The term “sustainable development” was popularised internationally by the work of the Brundtland Commission in the 1980s. But Singapore has been contributing to different aspects of sustainable development even before then, for example through our Garden City concept in the 1960s and the cleaning of the Singapore River in the 1970s. Many Singapore companies, such as Keppel, have been providing solutions that contribute to sustainable development, whether it is water treatment, waste management solutions, or green buildings and data centres.
To cite a specific example, the largest sustainable urbanisation project undertaken by Singapore overseas to date is the 30 sq km Sino-Singapore Tianjin Eco-City. This is a government-to-government project, which brings together the governments and private sectors of Singapore and China to develop a sustainable city, which can be a practical, replicable and scalable model for other cities. Since the groundbreaking in 2008, the formerly barren, saline and alkaline land on the coast of Tianjin has been transformed into a beautiful green and smart city. In the wake of Tianjin Eco-City, several other China-Singapore collaboration projects have also included sustainable development as a key theme.
- Are you hopeful that we would be able to combat climate change?
This is not just a question of hope, but survival. Climate change poses an existential risk to many communities, especially small island states and coastal cities. The United Nations has warned of the devastating impact of rising sea levels caused by climate change, and the millions of people around the world who may be displaced.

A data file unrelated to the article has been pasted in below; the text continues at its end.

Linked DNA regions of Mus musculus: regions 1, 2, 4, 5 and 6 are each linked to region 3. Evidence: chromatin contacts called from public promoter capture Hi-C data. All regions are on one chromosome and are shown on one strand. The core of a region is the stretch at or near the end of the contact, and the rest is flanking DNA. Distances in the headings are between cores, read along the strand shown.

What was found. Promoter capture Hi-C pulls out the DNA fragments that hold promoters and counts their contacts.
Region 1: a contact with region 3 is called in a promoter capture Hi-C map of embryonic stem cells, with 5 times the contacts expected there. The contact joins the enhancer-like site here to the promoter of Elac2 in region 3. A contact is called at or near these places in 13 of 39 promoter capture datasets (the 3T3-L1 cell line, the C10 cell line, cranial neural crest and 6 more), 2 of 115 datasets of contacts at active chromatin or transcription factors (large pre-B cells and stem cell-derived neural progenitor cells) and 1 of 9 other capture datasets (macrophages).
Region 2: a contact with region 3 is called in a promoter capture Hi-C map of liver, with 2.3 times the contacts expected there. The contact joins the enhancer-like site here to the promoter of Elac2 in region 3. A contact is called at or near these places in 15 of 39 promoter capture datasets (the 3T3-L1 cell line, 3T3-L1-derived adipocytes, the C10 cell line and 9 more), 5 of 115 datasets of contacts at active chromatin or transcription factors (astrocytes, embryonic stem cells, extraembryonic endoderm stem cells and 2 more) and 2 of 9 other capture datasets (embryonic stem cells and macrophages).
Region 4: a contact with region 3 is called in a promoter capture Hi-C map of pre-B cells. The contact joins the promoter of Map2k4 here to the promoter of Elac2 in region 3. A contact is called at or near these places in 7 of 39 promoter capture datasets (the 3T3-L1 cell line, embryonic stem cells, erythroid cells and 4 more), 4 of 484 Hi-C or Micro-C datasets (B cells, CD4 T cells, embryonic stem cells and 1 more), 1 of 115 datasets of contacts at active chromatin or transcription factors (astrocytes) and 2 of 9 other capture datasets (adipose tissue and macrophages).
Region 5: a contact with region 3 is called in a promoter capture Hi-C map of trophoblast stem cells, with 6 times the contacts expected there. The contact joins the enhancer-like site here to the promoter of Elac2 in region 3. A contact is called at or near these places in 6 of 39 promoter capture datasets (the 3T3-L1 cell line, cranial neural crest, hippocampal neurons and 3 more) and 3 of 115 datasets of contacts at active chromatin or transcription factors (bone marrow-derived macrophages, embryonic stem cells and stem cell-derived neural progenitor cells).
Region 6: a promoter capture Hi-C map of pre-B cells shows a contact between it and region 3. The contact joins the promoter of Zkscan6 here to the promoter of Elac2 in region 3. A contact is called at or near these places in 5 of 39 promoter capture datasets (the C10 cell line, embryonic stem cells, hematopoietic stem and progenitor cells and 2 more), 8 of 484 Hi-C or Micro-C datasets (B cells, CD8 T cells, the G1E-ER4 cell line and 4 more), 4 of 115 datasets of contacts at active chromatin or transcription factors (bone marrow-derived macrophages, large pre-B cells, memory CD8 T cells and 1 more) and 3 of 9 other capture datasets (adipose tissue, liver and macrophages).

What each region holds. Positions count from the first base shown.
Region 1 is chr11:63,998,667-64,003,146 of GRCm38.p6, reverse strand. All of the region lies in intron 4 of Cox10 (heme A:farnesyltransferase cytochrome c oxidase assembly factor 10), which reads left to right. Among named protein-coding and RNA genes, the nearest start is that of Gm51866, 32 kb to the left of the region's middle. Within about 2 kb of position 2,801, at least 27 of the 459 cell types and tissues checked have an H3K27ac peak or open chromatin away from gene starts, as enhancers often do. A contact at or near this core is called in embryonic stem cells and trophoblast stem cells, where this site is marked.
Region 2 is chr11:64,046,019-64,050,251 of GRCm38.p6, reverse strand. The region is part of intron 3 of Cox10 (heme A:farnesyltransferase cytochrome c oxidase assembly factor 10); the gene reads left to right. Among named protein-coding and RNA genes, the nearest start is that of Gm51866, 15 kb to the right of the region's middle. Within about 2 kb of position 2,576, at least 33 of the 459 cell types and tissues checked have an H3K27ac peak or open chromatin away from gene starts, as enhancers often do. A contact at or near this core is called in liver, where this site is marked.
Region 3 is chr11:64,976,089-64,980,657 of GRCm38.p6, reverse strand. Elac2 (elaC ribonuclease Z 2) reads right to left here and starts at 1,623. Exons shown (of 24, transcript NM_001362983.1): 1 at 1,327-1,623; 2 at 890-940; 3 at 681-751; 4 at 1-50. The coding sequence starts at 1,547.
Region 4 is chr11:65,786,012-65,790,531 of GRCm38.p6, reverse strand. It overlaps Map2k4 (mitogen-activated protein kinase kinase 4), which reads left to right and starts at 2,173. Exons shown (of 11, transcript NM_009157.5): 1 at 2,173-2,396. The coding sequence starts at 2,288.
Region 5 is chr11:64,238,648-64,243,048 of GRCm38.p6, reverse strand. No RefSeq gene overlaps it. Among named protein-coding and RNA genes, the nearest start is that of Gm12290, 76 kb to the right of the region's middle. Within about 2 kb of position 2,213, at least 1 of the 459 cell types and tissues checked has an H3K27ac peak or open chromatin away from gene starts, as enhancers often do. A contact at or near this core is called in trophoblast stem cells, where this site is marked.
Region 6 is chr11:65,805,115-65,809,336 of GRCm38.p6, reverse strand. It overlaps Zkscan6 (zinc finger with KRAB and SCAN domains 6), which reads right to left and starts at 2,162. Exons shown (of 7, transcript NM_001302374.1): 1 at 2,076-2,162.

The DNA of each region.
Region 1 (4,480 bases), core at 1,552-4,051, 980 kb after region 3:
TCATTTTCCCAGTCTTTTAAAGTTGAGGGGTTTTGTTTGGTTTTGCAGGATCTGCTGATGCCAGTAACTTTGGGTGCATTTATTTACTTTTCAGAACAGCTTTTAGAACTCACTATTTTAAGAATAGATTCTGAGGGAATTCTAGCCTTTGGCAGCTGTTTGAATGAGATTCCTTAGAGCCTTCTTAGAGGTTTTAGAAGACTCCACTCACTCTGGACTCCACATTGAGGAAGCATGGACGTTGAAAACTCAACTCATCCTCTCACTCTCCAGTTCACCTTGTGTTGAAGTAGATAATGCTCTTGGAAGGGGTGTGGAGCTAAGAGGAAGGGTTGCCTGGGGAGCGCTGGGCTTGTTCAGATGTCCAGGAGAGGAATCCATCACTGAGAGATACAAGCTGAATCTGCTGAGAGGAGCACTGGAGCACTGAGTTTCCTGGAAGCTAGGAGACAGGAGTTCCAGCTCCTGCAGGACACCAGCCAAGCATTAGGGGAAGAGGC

But the short answer is “Yes”, I believe we can mitigate the impact of climate change, if we take decisive action immediately. I am hopeful – not just because of the emerging international consensus on climate action, but because of the passion and enthusiasm that I see among many young people, including many NUS students, who are deeply concerned about environmental issues and committed to building a more sustainable future. Together, we can make a difference!
About the interviewee
Mr Loh Chin Hua is CEO and Executive Director of Keppel Corporation. He is also Chairman of several companies within the Keppel Group. Before joining Keppel in 2002, he was the Managing Director at Prudential Investment Inc, leading its Asian real estate fund management business. Mr Loh began his career with the Government of Singapore Investment Corporation (GIC), where he held key appointments in its Singapore, San Francisco and London offices. Mr Loh was appointed to the NUS Board of Trustees on 1 April 2016.
Across the Board is a series of interviews and editorials featuring distinguished members of the NUS Board of Trustees, sharing their unique perspectives on relevant and pressing issues of the future with the NUS community. This is the second installment of the series.
Click here to read NUS President Professor Tan Eng Chye’s analysis of the role of universities in shaping a better, post-COVID world.